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Life Cycle Assessment of Thermal Energy Storage: Two-Tank Indirect and Thermocline

[+] Author Affiliations
Garvin Heath, Craig Turchi, John Burkhardt, Chuck Kutscher

National Renewable Energy Laboratory, Golden, CO

Terese Decker

University of Colorado, Boulder, CO

Paper No. ES2009-90402, pp. 689-690; 2 pages
doi:10.1115/ES2009-90402
From:
  • ASME 2009 3rd International Conference on Energy Sustainability collocated with the Heat Transfer and InterPACK09 Conferences
  • ASME 2009 3rd International Conference on Energy Sustainability, Volume 2
  • San Francisco, California, USA, July 19–23, 2009
  • Conference Sponsors: Advanced Energy Systems Division and Solar Energy Division
  • ISBN: 978-0-7918-4890-6 | eISBN: 978-0-7918-3851-8
  • Copyright © 2009 by ASME

abstract

In the United States, concentrating solar power (CSP) is one of the most promising renewable energy (RE) technologies for reduction of electric sector greenhouse gas (GHG) emissions and for rapid capacity expansion. It is also one of the most price-competitive RE technologies, thanks in large measure to decades of field experience and consistent improvements in design. One of the key design features that makes CSP more attractive than many other RE technologies, like solar photovoltaics and wind, is the potential for including relatively low-cost and efficient thermal energy storage (TES), which can smooth the daily fluctuation of electricity production and extend its duration into the evening peak hours or longer. Because operational environmental burdens are typically small for RE technologies, life cycle assessment (LCA) is recognized as the most appropriate analytical approach for determining their environmental impacts of these technologies, including CSP. An LCA accounts for impacts from all stages in the development, operation, and decommissioning of a CSP plant, including such upstream stages as the extraction of raw materials used in system components, manufacturing of those components, and construction of the plant. The National Renewable Energy Laboratory (NREL) is undertaking an LCA of modern CSP plants, starting with those of parabolic trough design. Our LCA follows the guidelines described in the international standard series ISO 14040-44 [1]. To support this effort, we are comparing the life-cycle environmental impacts of two TES designs: two-tank, indirect molten salt and indirect thermocline. To put the environmental burden of the TES system in perspective, one recent LCA that considered a two-tank, indirect molten salt TES system on a parabolic trough CSP plant found that the TES component can account for approximately 40% of the plant’s non-operational GHG emissions [2]. As emissions associated with plant construction, operation and decommissioning are generally small for RE technologies, this analysis focuses on estimating the emissions embodied in the production of the materials used in the TES system. A CSP plant that utilizes an indirect, molten salt, TES system transfers heat from the solar field’s heat transfer fluid (HTF) to the binary molten salts of the TES system via several heat exchangers. The “cold tank” receives the heat from the solar field HTF and conveys it to the “hot tank” via another series of heat exchangers. The hot tank stores the thermal energy for power generation later in the day. A thermocline TES system is a potentially attractive alternative because it replaces the hot and cold tanks with a thermal gradient within a single tank that significantly reduces the quantity of materials required for the same amount of thermal storage. An additional advantage is that the thermocline design can replace much of the expensive molten salt with a low-cost quartzite rock or sand filler material. This LCA is based on a detailed cost specification for a 50 MWe CSP plant with six hours of molten salt thermal storage, which utilizes an indirect, two-tank configuration [3]. This cost specification, and subsequent conversations with the author, revealed enough information to estimate weights of materials (reinforcing steel, concrete, etc.) used in all components of the specified two-tank TES system. To estimate embodied GHG emissions per kilogram of each material, two life cycle inventory (LCI) databases were consulted: EcoInvent v2.0 [4], which requires materials mass data as input, and the US Economic Input-Output LCA database [5], which requires cost data as input. IPCC default global warming potentials (GWPs) give the greenhouse potential of each gas relative to that of carbon dioxide [6]. Where certain materials specified in Kelly [3] were not available in the LCI databases, the closest available proxy for those materials was selected based on such factors as peak process temperature, and similar input materials and process technology. The thermocline system was modeled using the two-tank system design as the foundation, from which materials were subtracted or substituted based on the differences and similarities of design [7]. Table 1 summarizes the results of our evaluation. Embodied emissions of GHGs from the materials used in the 6-hour, 50 MWe two-tank system are estimated to be 17,100 MTCO2e . Analogous emissions for the thermocline system are less than half of those for the two-tank: 7890 MTCO2e . The reduction of salt inventory associated with a thermocline design thus reduces both storage cost and life cycle greenhouse gas emissions. While construction-, operation- and decommissioning-related emissions are not included in this assessment, we do not expect any differences between the two system designs to significantly affect the relative results reported here. Sensitivity analysis on choices of proxy materials for the nitrate salts and calcium silicate insulation also do not significantly affect the relative results.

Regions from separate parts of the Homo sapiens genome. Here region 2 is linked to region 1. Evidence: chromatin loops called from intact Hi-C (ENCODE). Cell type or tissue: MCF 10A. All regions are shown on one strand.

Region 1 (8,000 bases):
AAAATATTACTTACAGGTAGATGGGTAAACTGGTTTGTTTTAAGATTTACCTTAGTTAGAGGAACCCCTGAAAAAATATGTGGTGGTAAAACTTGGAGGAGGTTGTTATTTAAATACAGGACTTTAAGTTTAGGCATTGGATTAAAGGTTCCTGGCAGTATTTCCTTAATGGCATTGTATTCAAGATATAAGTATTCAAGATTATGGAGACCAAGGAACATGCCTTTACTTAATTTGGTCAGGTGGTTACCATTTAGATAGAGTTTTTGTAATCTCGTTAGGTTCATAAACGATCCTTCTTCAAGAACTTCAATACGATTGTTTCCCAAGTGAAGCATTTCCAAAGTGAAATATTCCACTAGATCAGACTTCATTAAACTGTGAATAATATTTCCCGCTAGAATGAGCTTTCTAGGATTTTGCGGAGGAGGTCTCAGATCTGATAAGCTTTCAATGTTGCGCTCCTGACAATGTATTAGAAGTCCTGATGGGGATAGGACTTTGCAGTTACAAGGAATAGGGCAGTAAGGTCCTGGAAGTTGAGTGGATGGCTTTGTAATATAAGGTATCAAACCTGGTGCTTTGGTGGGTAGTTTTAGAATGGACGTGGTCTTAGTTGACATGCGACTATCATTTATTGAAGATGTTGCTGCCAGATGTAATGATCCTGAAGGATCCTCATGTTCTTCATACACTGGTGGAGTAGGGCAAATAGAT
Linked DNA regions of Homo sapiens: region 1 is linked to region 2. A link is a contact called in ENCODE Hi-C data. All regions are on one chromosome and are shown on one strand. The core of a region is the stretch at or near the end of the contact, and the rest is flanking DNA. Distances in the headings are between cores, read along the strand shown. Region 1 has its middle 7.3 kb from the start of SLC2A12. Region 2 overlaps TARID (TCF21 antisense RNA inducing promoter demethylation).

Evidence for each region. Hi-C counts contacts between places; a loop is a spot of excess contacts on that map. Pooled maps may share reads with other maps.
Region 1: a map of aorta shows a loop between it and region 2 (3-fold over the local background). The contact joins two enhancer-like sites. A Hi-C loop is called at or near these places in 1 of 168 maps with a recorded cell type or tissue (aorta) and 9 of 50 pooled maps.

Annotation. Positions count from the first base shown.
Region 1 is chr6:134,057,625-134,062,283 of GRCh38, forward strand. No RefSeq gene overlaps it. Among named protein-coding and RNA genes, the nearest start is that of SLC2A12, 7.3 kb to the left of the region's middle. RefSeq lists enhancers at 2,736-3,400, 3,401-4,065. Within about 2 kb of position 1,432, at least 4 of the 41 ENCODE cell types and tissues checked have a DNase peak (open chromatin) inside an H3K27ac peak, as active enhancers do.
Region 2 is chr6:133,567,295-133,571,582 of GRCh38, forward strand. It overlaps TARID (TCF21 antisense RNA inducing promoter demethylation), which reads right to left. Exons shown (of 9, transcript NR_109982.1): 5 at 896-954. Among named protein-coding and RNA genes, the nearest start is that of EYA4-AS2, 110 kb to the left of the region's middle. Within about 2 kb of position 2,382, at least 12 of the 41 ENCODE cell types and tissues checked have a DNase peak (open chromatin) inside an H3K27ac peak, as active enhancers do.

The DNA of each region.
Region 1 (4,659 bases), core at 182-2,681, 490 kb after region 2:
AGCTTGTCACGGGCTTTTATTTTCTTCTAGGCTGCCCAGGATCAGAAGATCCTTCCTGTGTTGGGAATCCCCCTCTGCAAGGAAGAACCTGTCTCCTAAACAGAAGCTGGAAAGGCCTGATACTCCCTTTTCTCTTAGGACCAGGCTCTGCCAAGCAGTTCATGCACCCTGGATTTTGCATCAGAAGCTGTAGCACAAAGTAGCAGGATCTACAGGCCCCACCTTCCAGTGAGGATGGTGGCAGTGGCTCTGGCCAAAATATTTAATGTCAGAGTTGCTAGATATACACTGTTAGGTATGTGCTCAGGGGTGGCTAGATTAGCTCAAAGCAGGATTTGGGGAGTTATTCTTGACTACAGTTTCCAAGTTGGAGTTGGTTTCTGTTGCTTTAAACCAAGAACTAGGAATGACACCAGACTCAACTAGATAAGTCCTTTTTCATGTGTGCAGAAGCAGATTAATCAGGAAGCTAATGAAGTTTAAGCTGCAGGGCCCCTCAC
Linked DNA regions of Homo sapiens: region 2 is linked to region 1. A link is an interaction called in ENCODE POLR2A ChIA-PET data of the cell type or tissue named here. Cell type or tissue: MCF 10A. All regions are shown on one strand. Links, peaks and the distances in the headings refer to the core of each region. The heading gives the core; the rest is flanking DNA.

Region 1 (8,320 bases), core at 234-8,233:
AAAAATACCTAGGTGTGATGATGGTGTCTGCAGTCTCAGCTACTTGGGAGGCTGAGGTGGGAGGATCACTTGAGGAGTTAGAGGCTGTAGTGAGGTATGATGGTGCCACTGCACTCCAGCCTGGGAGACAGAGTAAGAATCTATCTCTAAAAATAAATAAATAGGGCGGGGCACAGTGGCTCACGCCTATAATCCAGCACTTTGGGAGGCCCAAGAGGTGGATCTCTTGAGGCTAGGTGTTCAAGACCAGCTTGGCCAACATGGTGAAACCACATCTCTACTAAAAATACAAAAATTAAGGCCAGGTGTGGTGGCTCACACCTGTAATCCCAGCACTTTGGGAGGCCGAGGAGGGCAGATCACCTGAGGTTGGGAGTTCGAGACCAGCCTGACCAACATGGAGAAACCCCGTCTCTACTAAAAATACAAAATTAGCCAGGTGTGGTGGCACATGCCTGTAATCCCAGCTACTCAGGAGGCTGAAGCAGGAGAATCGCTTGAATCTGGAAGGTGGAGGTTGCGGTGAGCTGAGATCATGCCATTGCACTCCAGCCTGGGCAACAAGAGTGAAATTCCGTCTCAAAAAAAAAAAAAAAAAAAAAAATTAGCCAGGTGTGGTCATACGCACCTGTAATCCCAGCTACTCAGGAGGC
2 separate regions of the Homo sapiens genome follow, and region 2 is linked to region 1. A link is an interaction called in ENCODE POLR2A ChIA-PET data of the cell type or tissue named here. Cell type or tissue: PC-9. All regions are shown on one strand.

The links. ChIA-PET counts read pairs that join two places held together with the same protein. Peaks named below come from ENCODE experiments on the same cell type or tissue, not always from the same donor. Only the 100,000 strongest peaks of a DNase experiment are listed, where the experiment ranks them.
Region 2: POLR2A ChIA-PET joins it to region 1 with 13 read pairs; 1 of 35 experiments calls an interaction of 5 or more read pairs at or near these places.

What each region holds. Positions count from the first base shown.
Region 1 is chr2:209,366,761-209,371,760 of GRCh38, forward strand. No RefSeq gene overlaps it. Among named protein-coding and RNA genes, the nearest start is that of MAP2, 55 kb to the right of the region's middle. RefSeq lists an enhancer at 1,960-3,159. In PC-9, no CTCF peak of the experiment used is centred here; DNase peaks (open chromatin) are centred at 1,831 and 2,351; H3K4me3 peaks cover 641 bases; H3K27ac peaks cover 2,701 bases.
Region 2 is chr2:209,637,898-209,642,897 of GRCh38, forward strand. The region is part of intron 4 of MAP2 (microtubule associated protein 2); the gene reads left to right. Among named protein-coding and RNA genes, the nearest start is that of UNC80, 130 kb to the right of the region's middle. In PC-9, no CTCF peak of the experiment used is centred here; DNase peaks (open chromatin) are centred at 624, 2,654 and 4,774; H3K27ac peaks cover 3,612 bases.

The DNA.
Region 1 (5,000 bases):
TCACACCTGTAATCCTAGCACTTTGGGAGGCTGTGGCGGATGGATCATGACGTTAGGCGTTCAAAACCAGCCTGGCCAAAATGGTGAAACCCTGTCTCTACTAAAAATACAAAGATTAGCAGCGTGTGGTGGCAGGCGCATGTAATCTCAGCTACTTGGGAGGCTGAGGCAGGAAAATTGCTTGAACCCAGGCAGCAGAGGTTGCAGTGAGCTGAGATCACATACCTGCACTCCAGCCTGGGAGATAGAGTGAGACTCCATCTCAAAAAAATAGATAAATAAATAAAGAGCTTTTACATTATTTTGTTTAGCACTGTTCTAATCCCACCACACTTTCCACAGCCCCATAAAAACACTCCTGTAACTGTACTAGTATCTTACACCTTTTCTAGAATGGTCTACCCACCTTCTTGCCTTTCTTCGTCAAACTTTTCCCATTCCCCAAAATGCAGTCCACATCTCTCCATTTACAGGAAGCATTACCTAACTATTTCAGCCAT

Copyright © 2009 by ASME

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